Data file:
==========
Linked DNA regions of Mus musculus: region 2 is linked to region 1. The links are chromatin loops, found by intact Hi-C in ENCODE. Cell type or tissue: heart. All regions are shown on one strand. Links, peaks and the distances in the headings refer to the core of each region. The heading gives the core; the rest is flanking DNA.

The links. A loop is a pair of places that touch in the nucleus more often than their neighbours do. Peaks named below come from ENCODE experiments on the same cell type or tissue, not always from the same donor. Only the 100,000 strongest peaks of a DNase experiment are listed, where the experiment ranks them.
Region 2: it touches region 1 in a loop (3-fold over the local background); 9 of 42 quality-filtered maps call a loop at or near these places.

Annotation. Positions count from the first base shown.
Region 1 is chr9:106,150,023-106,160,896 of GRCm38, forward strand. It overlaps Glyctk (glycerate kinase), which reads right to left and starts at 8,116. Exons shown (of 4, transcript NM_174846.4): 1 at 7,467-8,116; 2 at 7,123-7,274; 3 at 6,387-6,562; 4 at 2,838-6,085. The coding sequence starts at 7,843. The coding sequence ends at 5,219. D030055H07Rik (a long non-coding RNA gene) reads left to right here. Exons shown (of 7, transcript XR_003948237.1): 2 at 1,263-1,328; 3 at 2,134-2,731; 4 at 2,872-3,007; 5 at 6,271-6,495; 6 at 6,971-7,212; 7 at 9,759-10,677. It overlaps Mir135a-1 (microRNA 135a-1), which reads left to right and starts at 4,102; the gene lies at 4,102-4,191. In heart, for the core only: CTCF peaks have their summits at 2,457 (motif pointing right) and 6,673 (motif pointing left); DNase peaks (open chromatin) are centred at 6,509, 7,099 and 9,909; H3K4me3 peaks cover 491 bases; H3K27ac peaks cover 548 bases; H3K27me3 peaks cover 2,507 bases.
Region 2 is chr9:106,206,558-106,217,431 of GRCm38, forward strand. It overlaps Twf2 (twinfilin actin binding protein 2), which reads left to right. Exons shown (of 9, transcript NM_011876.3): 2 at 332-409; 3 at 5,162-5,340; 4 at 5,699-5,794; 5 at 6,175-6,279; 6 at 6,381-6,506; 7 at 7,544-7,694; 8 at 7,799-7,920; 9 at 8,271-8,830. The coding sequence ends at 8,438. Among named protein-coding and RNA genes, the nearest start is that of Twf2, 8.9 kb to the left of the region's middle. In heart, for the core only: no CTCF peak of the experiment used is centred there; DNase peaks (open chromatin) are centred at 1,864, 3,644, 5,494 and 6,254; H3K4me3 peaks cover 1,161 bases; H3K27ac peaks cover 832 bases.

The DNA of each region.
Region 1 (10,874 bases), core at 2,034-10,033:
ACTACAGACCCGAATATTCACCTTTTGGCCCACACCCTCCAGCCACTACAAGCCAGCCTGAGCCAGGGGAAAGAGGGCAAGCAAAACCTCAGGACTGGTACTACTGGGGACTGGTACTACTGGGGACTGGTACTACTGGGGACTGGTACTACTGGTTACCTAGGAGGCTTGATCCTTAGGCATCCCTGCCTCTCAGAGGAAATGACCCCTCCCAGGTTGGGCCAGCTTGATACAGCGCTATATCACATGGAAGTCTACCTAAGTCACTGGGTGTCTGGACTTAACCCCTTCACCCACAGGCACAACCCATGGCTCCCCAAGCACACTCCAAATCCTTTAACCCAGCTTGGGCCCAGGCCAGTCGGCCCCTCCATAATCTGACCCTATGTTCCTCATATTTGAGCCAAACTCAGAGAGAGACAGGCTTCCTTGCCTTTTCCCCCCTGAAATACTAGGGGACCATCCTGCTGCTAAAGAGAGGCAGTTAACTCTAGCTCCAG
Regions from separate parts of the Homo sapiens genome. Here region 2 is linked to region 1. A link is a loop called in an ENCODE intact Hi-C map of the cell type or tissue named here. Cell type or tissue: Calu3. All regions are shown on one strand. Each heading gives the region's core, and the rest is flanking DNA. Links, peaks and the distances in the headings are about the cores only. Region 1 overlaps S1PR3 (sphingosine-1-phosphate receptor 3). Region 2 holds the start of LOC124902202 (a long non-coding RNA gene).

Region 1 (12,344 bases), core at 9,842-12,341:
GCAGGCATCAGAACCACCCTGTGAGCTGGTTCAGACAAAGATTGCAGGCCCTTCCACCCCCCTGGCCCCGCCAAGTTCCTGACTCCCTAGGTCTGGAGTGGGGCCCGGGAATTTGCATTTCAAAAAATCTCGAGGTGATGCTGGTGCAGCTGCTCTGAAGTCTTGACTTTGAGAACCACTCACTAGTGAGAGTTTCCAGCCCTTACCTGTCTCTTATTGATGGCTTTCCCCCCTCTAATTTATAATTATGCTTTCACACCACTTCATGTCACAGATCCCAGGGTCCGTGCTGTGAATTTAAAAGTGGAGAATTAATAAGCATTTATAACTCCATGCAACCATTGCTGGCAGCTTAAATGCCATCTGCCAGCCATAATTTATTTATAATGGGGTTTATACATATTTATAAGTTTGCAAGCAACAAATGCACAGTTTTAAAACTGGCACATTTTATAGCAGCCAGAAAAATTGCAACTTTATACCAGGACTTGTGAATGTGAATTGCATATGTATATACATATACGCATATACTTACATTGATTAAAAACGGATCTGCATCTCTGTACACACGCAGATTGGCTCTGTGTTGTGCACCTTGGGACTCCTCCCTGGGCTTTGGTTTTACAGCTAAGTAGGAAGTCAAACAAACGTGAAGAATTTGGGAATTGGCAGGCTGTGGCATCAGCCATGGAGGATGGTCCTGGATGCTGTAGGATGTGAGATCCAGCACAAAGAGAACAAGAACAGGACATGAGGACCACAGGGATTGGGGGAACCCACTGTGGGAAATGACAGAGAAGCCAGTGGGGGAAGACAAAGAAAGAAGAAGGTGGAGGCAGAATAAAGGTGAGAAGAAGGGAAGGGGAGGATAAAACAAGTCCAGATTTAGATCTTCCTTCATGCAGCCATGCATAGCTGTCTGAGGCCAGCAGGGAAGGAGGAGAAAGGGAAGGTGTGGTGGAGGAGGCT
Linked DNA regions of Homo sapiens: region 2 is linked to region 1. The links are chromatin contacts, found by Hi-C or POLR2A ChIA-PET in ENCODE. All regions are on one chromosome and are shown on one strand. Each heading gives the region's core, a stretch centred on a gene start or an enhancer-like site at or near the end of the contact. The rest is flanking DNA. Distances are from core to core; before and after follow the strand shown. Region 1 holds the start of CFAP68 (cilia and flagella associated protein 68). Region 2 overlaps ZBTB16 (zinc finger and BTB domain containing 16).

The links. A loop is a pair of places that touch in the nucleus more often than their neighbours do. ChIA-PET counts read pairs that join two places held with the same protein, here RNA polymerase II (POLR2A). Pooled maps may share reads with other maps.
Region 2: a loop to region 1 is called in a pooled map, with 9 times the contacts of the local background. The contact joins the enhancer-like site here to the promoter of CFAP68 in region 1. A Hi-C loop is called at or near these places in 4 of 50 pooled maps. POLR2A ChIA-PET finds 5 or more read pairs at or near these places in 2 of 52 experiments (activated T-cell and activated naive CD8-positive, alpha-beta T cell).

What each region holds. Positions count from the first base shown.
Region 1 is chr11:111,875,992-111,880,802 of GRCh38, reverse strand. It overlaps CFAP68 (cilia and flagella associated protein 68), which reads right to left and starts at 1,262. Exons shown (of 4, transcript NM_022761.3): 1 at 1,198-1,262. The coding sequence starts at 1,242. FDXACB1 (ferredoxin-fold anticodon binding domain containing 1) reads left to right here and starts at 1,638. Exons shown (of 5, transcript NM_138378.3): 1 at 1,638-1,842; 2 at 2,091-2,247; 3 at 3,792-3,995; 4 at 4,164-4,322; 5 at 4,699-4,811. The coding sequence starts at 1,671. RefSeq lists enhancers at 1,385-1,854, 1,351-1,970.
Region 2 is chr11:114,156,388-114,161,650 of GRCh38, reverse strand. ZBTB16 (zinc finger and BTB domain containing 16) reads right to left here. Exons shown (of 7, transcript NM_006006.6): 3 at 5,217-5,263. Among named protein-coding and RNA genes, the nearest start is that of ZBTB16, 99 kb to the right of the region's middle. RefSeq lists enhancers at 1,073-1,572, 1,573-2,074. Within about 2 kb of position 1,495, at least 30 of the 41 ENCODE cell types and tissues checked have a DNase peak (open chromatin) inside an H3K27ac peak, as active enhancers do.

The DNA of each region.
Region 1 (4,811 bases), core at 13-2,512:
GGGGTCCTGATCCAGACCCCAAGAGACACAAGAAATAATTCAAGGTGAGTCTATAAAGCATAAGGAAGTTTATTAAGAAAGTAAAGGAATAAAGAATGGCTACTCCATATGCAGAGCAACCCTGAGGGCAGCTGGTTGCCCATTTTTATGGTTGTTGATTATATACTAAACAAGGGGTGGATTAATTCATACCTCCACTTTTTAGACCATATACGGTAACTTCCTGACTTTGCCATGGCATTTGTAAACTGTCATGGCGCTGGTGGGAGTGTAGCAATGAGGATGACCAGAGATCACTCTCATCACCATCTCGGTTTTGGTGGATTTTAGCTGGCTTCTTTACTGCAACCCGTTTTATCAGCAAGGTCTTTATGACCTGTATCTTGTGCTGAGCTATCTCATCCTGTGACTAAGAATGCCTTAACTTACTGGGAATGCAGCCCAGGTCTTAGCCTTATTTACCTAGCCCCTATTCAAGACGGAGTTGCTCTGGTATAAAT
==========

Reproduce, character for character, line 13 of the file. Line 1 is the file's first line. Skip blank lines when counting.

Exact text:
Linked DNA regions of Homo sapiens: region 2 is linked to region 1. The links are chromatin contacts, found by Hi-C or POLR2A ChIA-PET in ENCODE. All regions are on one chromosome and are shown on one strand. Each heading gives the region's core, a stretch centred on a gene start or an enhancer-like site at or near the end of the contact. The rest is flanking DNA. Distances are from core to core; before and after follow the strand shown. Region 1 holds the start of CFAP68 (cilia and flagella associated protein 68). Region 2 overlaps ZBTB16 (zinc finger and BTB domain containing 16).